To be frank, I’m sure a lot of people are thinking that the idea of literally putting their baby in a cardboard box is a little backwards and unnatural. This is especially likely considering the child-rearing generation now has a long list of ‘must-haves’ laid out for us by the baby gear manufacturers leading us to believe the more bells and whistles the thing has, the easier our parenting days will be. We’re supposed to be moving forward, not back, right? Of course, it’s nice to have a swing that glides itself so we can sneak a 10 minute shower in during the day, but I’m starting to see how the simplicity of this box is actually getting a point across.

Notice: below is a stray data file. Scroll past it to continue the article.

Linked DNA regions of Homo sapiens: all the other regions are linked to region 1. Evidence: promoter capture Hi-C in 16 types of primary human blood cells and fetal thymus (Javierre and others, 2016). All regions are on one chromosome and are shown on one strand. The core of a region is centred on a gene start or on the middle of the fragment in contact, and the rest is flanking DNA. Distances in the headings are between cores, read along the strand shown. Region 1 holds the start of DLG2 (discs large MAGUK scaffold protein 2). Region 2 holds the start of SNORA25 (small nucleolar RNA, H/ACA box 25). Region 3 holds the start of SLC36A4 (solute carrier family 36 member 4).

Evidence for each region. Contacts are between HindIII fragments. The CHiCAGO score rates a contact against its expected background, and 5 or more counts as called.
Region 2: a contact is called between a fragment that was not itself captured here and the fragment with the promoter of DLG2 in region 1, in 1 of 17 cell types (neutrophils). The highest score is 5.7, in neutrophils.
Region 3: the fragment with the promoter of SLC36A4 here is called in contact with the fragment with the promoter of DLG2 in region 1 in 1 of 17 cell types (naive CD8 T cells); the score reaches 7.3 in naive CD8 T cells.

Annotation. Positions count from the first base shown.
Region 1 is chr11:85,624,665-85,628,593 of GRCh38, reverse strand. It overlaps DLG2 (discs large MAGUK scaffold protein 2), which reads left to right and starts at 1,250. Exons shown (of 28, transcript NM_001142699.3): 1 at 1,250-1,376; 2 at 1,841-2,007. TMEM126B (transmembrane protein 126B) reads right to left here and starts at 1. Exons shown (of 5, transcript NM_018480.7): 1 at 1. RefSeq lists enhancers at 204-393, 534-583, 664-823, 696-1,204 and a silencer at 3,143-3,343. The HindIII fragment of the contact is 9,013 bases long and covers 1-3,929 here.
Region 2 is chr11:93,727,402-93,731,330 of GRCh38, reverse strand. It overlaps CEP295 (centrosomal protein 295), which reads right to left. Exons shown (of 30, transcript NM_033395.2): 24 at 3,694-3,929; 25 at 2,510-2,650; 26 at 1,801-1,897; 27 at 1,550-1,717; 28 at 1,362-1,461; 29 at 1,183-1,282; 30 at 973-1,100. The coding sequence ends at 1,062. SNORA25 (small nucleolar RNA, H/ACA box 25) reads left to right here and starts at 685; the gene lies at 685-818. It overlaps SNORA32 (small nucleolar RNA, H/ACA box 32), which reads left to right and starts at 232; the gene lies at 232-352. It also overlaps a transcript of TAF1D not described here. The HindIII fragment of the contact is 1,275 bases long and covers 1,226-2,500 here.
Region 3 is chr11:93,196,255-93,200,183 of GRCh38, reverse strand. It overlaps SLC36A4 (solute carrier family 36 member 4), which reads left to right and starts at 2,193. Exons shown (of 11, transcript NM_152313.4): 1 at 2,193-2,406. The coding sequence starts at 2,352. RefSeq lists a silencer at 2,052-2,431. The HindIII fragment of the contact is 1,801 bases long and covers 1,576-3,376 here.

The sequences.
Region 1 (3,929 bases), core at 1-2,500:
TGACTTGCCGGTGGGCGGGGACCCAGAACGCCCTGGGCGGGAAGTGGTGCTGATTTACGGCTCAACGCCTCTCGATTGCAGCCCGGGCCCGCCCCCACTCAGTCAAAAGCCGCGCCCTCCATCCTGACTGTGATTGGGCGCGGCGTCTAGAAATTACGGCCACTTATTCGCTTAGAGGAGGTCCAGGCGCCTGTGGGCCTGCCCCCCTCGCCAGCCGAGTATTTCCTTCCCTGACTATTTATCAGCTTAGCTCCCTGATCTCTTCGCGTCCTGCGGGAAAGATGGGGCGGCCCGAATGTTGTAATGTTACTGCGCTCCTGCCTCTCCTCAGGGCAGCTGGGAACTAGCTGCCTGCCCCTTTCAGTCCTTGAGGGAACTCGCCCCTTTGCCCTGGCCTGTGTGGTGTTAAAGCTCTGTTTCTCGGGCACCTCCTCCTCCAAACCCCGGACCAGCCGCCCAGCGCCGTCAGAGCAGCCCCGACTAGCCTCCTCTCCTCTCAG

The founder of Baby Box Co. flat out said that it isn’t the box itself that’s reducing infants deaths, it’s the parenting education that goes along with it.  I can understand that because when I brought it home and emptied it out, I stared at was is literally just a rectangular box with a little foam mattress inside.  I actually laughed because the idea of putting Harlow inside seemed so silly. But I get it. I can see how this is showing parents that a baby doesn’t need much more than a small safe space to sleep. It’s that simple – just like the box itself.

Now before all of you moms crinkle your nose at the thought of trading in your mama-roos, battery-operated rockers or helper monkeys for a cardboard box, realize that that’s not the point here. And trust me, I’m not getting rid of mine either.